Fabulous Pacific coast and the latest digestive diseases research: BMC Medicine joins DDW2016

BMC Medicine recently joined Digestive Disease Week 2016 (DDW2016) in San Diego. Here we report some of the highlights from the world’s largest gastrointestinal and hepatology gathering.

The microbiome was one of the highlights of this year’s sessions, receiving a great deal of attention from researchers worldwide. Numerous studies explore the roles of the gut microbiome in health and disease, often spanning across different topics of research. Animal models are vital for the development of reproducible models of human disease, and results from clinical trials are eagerly awaited by the scientific community and patients alike. Liver diseases were also widely covered, for instance in response to the recent and gradual increase in alcoholic hepatitis, and challenges in organ transplantation. Answers to chronic issues such as Celiac disease are in the spotlight, to provide patients with effective treatment and improved quality of life.

Biomarkers, dysbiosis – and food?

Inflammation was a common theme in many sessions presented at the conference, which is perhaps not surprising given its fundamental role in disease etiology and management.

At a very popular session, Benoit Chassaing presented results on the effects of dietary emulsifiers on human gut microbiota (abstract 88). The research group recently demonstrated the pro-inflammatory effect of emulsifiers in mice gut microbiota, and in their latest study they investigate if and how emulsifiers influence the microbiota in the absence of a host response.

A dynamic human gut model was added with 1% solution of CMC and P80, two common dietary emulsifiers, and both caused a rapid increase of pro-inflammatory potential via two different mechanisms. P80 was able to alter the microbiota composition and allow increased expression of flagellin, previously regarded as an inflammatory marker, where CMC induced the expression of motility genes without affecting the microbiome composition.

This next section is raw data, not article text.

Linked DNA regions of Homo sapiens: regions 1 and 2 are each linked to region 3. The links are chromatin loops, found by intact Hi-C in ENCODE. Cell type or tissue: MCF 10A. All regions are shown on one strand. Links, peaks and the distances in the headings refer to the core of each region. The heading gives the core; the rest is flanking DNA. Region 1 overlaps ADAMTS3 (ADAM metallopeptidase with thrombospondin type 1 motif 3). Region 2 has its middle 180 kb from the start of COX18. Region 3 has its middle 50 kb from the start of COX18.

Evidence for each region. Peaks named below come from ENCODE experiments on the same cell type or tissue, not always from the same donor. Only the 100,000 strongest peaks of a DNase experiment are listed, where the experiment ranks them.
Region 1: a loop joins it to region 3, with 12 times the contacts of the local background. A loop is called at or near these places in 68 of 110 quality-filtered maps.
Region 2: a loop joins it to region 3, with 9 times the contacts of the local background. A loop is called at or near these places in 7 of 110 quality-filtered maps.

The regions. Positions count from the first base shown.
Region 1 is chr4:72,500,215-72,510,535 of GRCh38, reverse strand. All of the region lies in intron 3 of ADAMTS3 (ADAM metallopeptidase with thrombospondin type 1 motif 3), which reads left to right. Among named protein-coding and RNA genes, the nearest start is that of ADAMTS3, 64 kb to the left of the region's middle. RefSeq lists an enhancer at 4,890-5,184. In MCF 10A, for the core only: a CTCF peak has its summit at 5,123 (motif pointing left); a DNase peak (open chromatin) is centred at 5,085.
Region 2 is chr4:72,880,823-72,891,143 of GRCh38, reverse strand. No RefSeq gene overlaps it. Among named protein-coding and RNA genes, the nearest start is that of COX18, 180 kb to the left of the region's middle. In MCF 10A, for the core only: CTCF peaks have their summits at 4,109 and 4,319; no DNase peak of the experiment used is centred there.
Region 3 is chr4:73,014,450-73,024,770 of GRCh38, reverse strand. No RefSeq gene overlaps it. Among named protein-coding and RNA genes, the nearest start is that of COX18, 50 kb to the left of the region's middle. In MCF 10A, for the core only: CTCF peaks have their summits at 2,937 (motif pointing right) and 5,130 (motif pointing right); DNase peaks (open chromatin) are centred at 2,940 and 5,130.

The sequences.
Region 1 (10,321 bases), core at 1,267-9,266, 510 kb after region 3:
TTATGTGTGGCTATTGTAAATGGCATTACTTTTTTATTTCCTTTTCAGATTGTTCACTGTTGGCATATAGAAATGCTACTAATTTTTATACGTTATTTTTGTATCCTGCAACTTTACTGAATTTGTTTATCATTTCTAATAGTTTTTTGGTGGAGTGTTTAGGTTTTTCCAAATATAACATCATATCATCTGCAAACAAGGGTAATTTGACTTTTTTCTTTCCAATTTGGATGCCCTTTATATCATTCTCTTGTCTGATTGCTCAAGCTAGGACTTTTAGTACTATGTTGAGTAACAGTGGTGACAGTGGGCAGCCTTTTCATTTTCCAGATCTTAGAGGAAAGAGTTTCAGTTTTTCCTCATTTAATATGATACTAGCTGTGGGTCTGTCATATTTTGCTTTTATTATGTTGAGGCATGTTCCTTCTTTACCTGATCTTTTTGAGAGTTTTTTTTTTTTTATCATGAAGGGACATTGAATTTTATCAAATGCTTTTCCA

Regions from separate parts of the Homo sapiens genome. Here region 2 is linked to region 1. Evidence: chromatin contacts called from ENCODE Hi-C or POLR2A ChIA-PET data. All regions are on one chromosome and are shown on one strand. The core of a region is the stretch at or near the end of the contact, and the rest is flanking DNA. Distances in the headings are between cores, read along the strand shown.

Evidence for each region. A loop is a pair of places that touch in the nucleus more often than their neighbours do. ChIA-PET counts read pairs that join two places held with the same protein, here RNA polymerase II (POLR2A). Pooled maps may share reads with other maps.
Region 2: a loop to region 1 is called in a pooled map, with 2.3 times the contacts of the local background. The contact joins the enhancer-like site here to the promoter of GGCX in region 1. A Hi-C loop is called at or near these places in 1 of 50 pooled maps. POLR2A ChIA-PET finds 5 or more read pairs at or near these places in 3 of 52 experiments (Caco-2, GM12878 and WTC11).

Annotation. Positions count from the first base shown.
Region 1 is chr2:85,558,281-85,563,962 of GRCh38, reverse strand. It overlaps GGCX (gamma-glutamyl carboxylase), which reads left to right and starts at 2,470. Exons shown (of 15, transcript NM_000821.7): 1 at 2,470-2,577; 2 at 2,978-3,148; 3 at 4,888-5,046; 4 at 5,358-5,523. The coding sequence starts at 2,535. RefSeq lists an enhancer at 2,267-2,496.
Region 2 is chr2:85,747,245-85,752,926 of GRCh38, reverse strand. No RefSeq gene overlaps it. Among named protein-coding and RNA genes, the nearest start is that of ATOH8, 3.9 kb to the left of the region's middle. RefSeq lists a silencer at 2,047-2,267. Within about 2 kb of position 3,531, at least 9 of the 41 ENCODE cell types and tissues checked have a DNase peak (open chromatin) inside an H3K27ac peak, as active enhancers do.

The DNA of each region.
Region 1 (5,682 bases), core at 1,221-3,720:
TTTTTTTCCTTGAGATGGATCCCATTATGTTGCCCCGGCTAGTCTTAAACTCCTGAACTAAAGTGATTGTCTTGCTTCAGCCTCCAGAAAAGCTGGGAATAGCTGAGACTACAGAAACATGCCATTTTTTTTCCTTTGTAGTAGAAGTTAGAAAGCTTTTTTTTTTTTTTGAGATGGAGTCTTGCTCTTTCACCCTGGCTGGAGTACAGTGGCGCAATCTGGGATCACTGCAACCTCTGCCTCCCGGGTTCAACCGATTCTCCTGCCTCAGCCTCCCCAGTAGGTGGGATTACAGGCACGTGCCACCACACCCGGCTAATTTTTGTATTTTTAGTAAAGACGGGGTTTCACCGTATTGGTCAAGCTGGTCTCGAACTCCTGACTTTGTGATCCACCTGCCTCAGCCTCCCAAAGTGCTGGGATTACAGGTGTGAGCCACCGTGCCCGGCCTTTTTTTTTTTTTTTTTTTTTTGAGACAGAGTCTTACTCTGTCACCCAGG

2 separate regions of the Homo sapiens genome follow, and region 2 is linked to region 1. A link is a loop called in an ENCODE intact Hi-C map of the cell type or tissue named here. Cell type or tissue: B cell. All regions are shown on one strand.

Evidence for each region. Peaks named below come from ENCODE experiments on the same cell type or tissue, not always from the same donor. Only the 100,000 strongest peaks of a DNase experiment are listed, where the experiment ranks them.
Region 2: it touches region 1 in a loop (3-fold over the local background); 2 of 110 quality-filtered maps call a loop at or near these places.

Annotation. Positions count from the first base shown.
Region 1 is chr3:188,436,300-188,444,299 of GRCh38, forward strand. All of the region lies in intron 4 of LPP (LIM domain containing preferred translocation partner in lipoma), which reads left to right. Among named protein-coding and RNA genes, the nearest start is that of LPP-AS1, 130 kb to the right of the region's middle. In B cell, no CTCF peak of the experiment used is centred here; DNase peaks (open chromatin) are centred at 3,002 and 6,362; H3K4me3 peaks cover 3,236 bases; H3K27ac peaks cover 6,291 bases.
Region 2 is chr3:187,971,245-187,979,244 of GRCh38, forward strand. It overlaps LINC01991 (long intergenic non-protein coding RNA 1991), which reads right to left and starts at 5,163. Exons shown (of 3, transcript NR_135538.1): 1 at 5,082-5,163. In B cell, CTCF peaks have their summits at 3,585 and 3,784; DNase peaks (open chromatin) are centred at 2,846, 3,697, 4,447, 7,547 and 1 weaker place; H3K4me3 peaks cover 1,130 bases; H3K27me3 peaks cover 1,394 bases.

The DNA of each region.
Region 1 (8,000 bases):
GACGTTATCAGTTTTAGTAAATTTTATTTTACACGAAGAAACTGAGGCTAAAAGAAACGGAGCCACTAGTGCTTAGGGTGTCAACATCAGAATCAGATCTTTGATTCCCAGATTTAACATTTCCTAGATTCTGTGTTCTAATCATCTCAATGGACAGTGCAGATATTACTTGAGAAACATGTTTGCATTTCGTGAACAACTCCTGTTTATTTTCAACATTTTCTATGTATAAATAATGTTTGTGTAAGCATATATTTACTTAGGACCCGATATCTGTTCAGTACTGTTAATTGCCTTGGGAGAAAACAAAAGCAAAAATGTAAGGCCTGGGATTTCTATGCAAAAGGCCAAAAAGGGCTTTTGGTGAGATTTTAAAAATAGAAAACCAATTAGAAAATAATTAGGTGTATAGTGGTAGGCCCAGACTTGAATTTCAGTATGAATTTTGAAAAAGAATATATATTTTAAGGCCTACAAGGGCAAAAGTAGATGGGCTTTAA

Chassaing and colleagues’ latest findings may shed more light on whether the ubiquitous presence of emulsifiers in food products could be seen as a potential risk factor for gut inflammation in the general population.

Chassaing and colleagues’ latest findings may shed more light on whether the ubiquitous presence of emulsifiers in food products could be seen as a potential risk factor for gut inflammation in the general population.

 

Floris Imhann described their analysis of luminal gut microbiome (abstract 87), host genome and clinical phenotypes of inflammatory bowel disease (IBD), focusing on the gene-microbiome interactions behind the onset of IBD and its clinical phenotypes. As previously reported, there is currently a strong drive on finding whether a ‘normal’ gut microbiome composition actually exists.

In a case-control study, they analyzed the microbiota of 313 IBD patients and 582 healthy controls and, and composed two risk scores for IBD onset based on genetic variants. Observing strong dysbiosis in IBD patients, they hypothesize that the onset of IBD may be explained by impaired bacterial handling by the gut immune system, and an imbalance in the gut microbiome could precede the onset of IBD. These new results are welcome to better understand the yet unknown etiology of the disease.